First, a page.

Freescale Semiconductor is expanding its Kinetis microcontroller (MCU) portfolio with the industry's first wireless solution built on the ARM Cortex-M4 processor for smart energy, smart metering and building control applications.
The KW20 chipsets bring together performance and security in a scalable ZigBee platform, allowing designers to optimize solutions to fit their specific applications.
As the Internet of Things becomes a reality and more devices require wireless connectivity, processing and memory requirements continue to climb, and scalability becomes more important. With the Kinetis KW20 wireless MCU solution, designers can quickly make feature changes without going back to the drawing board. The KW20 wireless MCU provides greater processing power and larger flash and RAM options compared to other devices on the market, helping end applications avoid obsolescence as specifications evolve.
The Kinetis KW20 wireless MCU family is designed to address the increased processing and memory requirements associated with future ZigBee Smart Energy 2.0 and Internet Protocol specifications. The MCU integrates an ARM Cortex-M4 processor, MC13242 RF transceiver and a robust feature set to provide a reliable, secure, low-power ZigBee platform. Designers can select the KW20 MCU single-chip solution or choose to combine the RF transceiver with a corresponding Kinetis MCU, giving them more flexibility to tailor the device to their specific application needs.
"The Kinetis KW20 wireless MCU provides the performance to handle smart energy applications' memory and security needs, while giving designers the ultimate in flexibility," said Bruno Baylac, director of Freescale's Metering, Medical & Connectivity Solutions business. "By integrating ZigBee connectivity with our award-winning Kinetis MCU family, we are helping customers future-proof their systems while gaining a higher-performance radio and extra security."
Freescale's KW20 wireless MCU and MC13242 RF transceiver provide leading RF performance by reducing power consumption and increasing link budget. The transceiver features antenna diversity, which improves RF reliability, especially for conditions where multipath interference occurs. The KW20 wireless MCU and MC13242 transceiver are designed to reduce transmit and receive power, and a low-power run mode optimizes energy use.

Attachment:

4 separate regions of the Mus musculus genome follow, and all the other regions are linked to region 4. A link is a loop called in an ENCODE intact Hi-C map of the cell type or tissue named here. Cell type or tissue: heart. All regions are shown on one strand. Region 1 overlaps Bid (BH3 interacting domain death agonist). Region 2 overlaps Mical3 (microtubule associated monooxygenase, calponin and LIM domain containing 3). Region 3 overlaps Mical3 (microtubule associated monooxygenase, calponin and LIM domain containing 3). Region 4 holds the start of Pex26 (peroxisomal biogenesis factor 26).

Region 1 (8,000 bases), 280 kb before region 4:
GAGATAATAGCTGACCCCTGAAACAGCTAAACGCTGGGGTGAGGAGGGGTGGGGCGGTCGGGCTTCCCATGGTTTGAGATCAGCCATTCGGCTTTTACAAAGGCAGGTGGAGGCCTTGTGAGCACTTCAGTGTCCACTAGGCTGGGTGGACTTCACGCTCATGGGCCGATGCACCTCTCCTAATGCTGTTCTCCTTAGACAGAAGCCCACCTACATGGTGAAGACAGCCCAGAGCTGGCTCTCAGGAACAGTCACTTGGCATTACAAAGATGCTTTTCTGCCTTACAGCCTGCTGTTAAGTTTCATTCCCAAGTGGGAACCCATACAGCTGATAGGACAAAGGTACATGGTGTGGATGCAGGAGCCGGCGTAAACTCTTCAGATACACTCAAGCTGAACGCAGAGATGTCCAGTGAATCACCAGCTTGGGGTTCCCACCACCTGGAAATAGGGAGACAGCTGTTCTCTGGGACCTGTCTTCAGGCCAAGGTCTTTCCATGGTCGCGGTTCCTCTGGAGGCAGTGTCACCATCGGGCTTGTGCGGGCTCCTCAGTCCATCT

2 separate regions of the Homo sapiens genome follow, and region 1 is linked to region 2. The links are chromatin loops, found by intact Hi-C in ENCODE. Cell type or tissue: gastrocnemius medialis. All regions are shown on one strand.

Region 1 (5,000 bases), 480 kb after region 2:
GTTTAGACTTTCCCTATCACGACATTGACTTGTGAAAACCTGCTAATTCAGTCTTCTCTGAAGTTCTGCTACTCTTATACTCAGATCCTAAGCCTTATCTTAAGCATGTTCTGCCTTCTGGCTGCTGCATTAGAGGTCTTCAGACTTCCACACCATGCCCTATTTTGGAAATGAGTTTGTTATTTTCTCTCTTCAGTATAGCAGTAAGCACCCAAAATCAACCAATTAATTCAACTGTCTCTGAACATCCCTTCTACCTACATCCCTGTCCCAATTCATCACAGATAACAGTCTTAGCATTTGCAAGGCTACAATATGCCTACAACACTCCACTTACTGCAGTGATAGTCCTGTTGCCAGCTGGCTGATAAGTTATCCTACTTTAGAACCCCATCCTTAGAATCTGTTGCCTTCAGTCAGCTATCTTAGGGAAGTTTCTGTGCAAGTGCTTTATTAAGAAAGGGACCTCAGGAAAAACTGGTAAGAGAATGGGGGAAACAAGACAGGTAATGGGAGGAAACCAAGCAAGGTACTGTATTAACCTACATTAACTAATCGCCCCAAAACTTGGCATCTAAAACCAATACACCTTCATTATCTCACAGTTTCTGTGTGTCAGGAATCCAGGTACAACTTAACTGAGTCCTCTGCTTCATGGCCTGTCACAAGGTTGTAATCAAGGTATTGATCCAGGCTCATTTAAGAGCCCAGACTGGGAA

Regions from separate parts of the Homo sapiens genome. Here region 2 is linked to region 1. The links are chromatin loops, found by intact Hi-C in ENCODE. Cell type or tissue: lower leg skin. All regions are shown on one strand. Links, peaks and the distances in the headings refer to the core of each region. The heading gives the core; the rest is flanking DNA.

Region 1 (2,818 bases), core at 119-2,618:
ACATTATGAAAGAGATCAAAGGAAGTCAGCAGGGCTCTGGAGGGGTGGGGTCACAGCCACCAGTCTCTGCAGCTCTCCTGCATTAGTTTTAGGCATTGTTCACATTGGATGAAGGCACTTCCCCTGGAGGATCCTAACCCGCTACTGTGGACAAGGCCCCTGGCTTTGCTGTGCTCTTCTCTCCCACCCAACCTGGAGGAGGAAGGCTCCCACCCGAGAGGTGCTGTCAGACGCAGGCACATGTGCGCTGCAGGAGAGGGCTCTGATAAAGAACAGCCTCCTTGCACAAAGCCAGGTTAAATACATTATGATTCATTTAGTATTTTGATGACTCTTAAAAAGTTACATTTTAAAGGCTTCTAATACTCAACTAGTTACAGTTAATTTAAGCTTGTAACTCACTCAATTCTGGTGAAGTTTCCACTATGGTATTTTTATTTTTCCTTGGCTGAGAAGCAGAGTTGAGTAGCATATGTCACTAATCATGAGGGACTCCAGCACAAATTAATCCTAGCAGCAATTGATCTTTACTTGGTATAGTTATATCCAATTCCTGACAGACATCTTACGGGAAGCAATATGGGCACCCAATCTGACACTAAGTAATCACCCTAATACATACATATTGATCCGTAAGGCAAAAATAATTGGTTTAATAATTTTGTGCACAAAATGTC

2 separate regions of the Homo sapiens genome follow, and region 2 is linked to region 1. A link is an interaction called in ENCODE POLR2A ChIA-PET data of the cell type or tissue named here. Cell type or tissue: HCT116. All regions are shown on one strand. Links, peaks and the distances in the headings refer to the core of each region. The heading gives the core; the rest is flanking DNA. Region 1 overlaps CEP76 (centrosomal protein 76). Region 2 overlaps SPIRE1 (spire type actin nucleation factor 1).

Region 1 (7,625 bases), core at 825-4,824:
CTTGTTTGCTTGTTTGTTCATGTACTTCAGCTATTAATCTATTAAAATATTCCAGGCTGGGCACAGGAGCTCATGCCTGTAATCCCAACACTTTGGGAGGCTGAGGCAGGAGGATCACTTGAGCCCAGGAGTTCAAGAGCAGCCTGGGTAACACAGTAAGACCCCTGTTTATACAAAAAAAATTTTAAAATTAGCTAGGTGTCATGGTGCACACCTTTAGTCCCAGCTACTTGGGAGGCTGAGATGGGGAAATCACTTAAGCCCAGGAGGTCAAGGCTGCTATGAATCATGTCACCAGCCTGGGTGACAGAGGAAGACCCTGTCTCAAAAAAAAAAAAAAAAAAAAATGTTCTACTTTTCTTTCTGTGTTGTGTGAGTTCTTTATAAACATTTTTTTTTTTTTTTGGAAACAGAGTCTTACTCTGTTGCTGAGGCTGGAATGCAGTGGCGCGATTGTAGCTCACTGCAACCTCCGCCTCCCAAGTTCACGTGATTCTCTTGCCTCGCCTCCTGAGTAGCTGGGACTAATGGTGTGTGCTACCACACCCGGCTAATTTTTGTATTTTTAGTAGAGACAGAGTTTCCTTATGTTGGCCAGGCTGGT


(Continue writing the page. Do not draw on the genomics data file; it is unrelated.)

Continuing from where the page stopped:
The KW20 wireless MCU and MC13242 also offer dual personal area network (PAN) support, enabling a single device to communicate wirelessly on two ZigBee networks. This helps eliminate the need for multiple radios that in the past were necessary to connect different home automation and smart energy networks.
Freescale has also integrated advanced security features usually found in higher-end processors to address the need for more advanced encryption methods, key generation, secure memory and tamper detect. Secure flash protects the code and data from unauthorized access or modification, while tamper detect can detect events and asynchronously erase Secure RAM and generate an interrupt so the application firmware can take additional actions, including a system reset. A memory-mapped cryptographic acceleration unit (MMCAU) supports a set of specialized operations to improve the throughput of encryption/decryption operations as well as message digest functions.
Whether developers choose the single-chip Kinetis KW20 wireless MCU solution or the multi-chip solution with the MC13242 RF transceiver, they can leverage the tools and software common to the Kinetis MCU portfolio. ZigBee protocol software is seamlessly integrated into Kinetis development tools, further speeding development time. A comprehensive enablement package includes the BeeKit wireless connectivity toolkit, Eclipse-based CodeWarrior integrated development environment (IDE), Freescale MQX software solutions and associated middleware, and the Tower System modular development platform for rapid prototyping. Third-party development support, including the IAR IDE, is also available from the extensive ARM ecosystem.
Freescale plans to offer alpha samples of the Kinetis KW20 wireless MCUs (KW21D256V, KW21D512V and KW22D512V) and the MC13242 RF transceiver, as well as software and ZigBee protocol stacks, in Q3 2012.
This article originally appeared on EE Times Europe.